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GOP lawmakers decry ruling, seem unsure about intervening again

WASHINGTON—The extraordinary congressional session that culminated with a post-midnight vote and a president sleepily signing legislation seemed like a rousing success for Republicans looking to give Terri Schiavo a chance at life.

But a judge's rebuff of the law Tuesday sapped much of the sense of accomplishment and left the GOP lawmakers, to a person, "deeply disappointed," but uncertain what, if anything, to do next.

House Majority Leader Tom DeLay of Texas accused U.S. District Judge James Whittemore of Tampa, Fla., of getting it wrong, blasting the ruling as "at odds with both the clear intent of Congress and the constitutional rights of a helpless young woman."

The congressional legislation "requires a completely new and full review of the case," DeLay said.

Rep. Tom Feeney, R-Fla., was less circumspect.

"We didn't get a fresh review," Feeney said. "The federal judge for whatever reason deliberately didn't take a fresh look."

Feeney said lawmakers required that the court hold a "de novo" hearing—in effect, open a new case—but that Whittemore disposed of the issue without taking new testimony.

But with polls showing widespread disapproval for congressional intervention and the case still before a federal appeals court, there appeared to be little enthusiasm for further congressional intervention.

After convening an extraordinary weekend session, lawmakers Tuesday relied on terse press releases, saying they were pinning their hopes on the appeals court in Atlanta.

Should the appeal fail, Sen. Arlen Specter, R-Pa., told CNN, "there is nothing more the federal government can do."

"The (court) said her due process rights were protected," said Specter, the chairman of the Senate Judiciary Committee. "Congress would not have the authority to step in."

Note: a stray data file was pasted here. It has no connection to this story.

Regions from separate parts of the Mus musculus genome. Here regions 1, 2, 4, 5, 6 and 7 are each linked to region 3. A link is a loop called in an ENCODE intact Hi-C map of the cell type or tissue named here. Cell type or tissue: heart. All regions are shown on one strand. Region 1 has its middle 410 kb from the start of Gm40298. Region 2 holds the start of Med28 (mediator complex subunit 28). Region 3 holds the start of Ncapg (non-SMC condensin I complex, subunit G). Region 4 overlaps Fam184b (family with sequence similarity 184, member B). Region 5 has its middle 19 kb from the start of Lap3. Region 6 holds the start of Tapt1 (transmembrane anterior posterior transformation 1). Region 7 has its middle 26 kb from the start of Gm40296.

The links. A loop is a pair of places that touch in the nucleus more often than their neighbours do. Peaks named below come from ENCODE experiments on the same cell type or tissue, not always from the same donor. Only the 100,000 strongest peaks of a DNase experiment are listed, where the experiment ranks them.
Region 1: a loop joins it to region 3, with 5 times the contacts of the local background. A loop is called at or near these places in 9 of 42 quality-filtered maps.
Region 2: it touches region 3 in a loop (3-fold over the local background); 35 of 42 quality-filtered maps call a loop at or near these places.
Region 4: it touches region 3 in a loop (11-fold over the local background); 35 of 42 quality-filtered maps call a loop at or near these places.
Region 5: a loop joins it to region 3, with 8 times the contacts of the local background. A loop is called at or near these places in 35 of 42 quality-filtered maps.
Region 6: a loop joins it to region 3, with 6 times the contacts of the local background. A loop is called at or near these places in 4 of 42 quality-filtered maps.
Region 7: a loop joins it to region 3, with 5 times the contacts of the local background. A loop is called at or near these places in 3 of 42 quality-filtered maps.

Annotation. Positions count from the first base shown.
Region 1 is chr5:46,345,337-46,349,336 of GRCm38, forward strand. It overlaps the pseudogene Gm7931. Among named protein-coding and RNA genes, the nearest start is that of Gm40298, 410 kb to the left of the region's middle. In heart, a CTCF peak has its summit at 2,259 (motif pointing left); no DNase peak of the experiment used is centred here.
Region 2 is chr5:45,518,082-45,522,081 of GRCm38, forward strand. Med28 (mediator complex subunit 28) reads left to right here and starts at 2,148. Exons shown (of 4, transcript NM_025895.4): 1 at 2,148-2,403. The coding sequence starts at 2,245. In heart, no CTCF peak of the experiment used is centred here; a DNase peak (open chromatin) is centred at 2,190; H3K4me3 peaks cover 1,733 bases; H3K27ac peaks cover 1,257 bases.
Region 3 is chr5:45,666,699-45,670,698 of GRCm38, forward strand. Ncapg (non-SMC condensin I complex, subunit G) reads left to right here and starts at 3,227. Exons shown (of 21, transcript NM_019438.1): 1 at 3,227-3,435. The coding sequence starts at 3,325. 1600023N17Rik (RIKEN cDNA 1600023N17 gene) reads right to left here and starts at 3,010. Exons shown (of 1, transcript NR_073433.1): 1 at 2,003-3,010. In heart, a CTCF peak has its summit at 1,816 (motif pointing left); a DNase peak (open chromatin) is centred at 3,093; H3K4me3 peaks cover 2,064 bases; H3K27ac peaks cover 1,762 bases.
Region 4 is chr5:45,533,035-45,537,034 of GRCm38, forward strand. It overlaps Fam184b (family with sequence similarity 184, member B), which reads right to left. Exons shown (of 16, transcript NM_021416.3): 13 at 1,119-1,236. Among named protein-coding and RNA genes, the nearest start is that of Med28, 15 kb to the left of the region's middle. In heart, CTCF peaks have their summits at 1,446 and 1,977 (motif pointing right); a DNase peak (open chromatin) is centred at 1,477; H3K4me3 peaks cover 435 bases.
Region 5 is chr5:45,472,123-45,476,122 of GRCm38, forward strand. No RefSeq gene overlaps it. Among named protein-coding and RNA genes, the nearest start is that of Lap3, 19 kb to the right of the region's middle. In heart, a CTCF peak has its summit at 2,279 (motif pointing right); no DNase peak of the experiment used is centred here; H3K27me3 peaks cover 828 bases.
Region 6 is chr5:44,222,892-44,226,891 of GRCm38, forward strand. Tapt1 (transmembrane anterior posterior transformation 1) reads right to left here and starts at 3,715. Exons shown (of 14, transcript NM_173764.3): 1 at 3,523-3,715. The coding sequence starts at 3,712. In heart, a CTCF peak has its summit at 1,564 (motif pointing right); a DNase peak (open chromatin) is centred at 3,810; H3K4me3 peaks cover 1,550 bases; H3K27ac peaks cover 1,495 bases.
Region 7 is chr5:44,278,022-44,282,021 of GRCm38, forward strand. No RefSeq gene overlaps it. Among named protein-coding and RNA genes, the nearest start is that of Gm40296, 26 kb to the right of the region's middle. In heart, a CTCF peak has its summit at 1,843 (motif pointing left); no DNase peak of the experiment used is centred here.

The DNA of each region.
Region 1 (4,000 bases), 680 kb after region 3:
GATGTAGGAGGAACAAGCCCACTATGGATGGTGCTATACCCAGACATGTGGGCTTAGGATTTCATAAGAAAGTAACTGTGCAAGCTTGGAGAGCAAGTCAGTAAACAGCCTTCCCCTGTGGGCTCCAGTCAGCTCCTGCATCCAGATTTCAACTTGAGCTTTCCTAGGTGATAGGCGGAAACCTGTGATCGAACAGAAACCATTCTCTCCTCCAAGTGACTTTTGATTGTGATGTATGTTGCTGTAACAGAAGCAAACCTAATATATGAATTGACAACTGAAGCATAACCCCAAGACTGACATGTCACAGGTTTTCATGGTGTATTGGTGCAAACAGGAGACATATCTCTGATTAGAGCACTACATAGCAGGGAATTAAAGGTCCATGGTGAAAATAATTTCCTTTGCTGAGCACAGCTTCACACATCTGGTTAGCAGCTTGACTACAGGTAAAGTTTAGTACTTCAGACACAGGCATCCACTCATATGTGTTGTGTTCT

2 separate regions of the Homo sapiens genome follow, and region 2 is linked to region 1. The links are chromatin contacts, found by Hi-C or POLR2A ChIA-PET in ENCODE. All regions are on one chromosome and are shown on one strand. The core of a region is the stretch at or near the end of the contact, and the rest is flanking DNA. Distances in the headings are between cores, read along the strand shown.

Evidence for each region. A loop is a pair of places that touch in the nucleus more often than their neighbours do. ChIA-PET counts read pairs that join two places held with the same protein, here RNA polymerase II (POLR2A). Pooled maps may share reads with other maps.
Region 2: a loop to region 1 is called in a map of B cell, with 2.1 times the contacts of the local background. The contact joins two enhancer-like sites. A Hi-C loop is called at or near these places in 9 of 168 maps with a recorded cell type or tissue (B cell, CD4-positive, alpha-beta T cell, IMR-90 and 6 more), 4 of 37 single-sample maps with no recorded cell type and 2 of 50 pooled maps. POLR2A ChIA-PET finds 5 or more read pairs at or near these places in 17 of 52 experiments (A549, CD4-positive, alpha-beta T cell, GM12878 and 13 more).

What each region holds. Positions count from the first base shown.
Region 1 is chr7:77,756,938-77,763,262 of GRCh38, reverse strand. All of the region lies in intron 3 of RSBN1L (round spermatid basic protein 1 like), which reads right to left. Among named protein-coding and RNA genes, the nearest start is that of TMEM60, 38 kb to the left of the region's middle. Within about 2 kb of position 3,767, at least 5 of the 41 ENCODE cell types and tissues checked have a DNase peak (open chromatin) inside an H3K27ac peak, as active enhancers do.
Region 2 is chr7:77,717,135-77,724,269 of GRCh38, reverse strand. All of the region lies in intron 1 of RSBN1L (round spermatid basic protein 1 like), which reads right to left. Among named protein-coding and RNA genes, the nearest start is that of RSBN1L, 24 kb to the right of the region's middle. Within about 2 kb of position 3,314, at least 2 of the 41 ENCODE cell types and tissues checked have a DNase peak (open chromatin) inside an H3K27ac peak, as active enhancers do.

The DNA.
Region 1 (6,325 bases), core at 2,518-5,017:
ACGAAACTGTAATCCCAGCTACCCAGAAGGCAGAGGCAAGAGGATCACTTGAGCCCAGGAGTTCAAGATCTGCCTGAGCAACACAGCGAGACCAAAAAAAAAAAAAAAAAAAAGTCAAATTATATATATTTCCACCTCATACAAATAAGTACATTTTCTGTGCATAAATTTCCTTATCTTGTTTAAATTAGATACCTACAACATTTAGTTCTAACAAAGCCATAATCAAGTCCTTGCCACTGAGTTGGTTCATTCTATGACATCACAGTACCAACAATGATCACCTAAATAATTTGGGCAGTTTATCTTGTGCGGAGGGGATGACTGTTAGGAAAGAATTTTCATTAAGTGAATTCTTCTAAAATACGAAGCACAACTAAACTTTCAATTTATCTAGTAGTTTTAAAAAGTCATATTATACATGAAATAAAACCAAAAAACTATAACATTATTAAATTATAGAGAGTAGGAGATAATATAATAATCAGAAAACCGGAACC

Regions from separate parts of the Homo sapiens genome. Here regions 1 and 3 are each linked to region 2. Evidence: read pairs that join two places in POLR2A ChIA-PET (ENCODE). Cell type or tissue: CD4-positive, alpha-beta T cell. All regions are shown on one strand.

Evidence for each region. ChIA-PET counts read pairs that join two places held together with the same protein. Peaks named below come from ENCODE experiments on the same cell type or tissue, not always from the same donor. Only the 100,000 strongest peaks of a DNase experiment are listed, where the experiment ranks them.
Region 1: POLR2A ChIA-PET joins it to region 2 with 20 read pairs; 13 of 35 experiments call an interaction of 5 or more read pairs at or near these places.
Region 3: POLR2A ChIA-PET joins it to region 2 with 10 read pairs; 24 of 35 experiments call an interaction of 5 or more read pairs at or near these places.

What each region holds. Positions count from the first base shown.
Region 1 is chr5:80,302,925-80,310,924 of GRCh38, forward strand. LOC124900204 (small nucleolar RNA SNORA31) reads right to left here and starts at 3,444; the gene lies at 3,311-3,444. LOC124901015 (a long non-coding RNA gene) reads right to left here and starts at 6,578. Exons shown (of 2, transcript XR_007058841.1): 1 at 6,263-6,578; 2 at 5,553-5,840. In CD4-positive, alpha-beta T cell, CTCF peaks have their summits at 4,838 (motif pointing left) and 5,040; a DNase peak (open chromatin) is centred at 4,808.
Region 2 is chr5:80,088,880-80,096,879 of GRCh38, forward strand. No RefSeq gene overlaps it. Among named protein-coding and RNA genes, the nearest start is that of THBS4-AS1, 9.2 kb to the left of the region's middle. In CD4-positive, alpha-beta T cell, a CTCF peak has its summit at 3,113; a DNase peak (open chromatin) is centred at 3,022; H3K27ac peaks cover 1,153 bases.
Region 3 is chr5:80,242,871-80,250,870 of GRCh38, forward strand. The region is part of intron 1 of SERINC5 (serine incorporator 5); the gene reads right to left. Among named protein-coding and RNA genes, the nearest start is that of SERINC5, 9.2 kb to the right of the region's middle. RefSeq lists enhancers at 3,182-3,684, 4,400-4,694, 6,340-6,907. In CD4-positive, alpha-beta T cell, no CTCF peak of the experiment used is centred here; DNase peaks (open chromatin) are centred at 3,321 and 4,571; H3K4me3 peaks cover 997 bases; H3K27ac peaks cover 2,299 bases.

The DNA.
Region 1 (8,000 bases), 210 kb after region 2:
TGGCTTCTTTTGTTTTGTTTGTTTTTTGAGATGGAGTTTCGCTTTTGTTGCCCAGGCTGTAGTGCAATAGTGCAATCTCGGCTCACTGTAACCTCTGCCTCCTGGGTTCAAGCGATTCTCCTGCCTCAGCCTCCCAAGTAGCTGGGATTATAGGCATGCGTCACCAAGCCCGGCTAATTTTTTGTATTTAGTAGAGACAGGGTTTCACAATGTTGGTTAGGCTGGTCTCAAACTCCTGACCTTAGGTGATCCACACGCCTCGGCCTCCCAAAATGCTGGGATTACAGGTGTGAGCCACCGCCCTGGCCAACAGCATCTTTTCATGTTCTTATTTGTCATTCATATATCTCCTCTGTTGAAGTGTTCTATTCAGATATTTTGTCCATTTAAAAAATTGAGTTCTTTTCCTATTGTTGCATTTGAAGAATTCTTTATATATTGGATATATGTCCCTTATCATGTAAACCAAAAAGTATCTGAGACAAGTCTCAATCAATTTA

Mel Martinez, the Florida senator who sat in the presiding officer's chair as the Senate endorsed the legislation Sunday afternoon, suggested that Congress' role is over.

"I believe this matter now belongs in the hands of the judiciary," Martinez said in a statement. "Congress acted in a measured and appropriate way and has done all it could to give Terri Schiavo one last chance at life. I would of course be hopeful for a different decision on appeal."

Senate Majority Leader Bill Frist, R-Tenn., in a letter to Florida Gov. Jeb Bush, reiterated his call for the Florida Legislature to again intervene in the case, citing "the uncertain judicial outcome of this case."

"The new law has opened the federal courthouse doors for Terri, but federal action should not be her only remaining option," Frist wrote. "The extraordinary nature of this case requires that every avenue be pursued to protect her life."

The religious groups that have turned Schiavo's case into a cause celebre have no intention of writing off federal intervention, however. They plan a news conference in front of the White House on Wednesday to ask President Bush to use his executive power to help her.


(Clark reports for The Miami Herald. Knight Ridder Newspapers correspondent Nancy San Martin of The Miami Herald contributed to this report from Washington.)


(c) 2005, Knight Ridder/Tribune Information Services.

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